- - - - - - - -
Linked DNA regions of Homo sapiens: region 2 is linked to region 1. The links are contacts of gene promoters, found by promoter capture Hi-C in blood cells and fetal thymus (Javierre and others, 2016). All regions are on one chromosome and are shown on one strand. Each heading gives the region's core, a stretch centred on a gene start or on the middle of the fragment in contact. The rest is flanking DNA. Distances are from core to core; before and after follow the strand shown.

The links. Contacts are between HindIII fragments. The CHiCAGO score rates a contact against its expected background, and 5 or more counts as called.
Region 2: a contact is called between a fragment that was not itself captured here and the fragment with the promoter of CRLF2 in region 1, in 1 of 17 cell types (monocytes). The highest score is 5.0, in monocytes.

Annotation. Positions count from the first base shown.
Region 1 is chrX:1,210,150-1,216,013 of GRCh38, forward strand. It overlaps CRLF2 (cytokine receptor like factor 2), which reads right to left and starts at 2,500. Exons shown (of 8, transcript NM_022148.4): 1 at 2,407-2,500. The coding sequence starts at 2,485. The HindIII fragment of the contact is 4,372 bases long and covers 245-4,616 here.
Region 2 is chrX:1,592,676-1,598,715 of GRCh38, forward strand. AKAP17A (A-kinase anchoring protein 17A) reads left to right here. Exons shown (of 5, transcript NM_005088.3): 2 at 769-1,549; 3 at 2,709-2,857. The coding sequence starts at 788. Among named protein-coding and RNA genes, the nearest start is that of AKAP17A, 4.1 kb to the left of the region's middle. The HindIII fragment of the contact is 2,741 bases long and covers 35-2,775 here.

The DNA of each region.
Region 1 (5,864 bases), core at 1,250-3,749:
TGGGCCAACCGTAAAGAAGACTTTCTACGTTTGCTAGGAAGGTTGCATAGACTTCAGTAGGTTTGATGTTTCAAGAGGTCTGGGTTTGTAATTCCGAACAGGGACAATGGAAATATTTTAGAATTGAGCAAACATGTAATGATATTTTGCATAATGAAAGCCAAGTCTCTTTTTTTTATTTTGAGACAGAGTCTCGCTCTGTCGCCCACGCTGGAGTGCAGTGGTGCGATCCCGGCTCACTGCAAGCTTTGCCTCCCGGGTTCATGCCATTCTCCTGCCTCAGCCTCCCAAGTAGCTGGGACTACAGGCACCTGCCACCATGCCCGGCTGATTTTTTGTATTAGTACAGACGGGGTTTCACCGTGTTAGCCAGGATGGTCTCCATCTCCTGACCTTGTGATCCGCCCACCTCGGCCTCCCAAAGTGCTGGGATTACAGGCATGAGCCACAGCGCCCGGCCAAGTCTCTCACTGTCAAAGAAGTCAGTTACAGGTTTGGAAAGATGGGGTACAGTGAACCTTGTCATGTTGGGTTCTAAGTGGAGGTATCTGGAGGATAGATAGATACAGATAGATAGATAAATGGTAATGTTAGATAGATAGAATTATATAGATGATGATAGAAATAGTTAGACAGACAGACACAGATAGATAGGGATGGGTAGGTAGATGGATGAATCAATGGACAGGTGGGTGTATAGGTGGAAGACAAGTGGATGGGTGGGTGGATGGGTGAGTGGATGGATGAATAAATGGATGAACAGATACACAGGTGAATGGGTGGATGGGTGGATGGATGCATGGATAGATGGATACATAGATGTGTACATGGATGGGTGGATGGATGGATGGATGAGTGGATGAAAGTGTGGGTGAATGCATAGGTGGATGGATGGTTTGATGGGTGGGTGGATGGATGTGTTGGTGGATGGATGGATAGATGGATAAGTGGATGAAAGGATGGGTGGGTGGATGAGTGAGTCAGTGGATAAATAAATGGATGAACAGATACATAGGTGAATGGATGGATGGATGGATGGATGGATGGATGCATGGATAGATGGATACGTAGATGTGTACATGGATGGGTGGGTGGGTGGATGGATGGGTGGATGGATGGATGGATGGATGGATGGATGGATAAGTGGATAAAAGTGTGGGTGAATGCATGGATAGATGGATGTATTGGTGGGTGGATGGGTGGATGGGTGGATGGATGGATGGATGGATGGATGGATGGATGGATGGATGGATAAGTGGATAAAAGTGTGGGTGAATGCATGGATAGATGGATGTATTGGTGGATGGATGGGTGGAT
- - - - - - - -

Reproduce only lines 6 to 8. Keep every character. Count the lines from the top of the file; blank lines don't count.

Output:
Region 2 is chrX:1,592,676-1,598,715 of GRCh38, forward strand. AKAP17A (A-kinase anchoring protein 17A) reads left to right here. Exons shown (of 5, transcript NM_005088.3): 2 at 769-1,549; 3 at 2,709-2,857. The coding sequence starts at 788. Among named protein-coding and RNA genes, the nearest start is that of AKAP17A, 4.1 kb to the left of the region's middle. The HindIII fragment of the contact is 2,741 bases long and covers 35-2,775 here.

The DNA of each region.
Region 1 (5,864 bases), core at 1,250-3,749: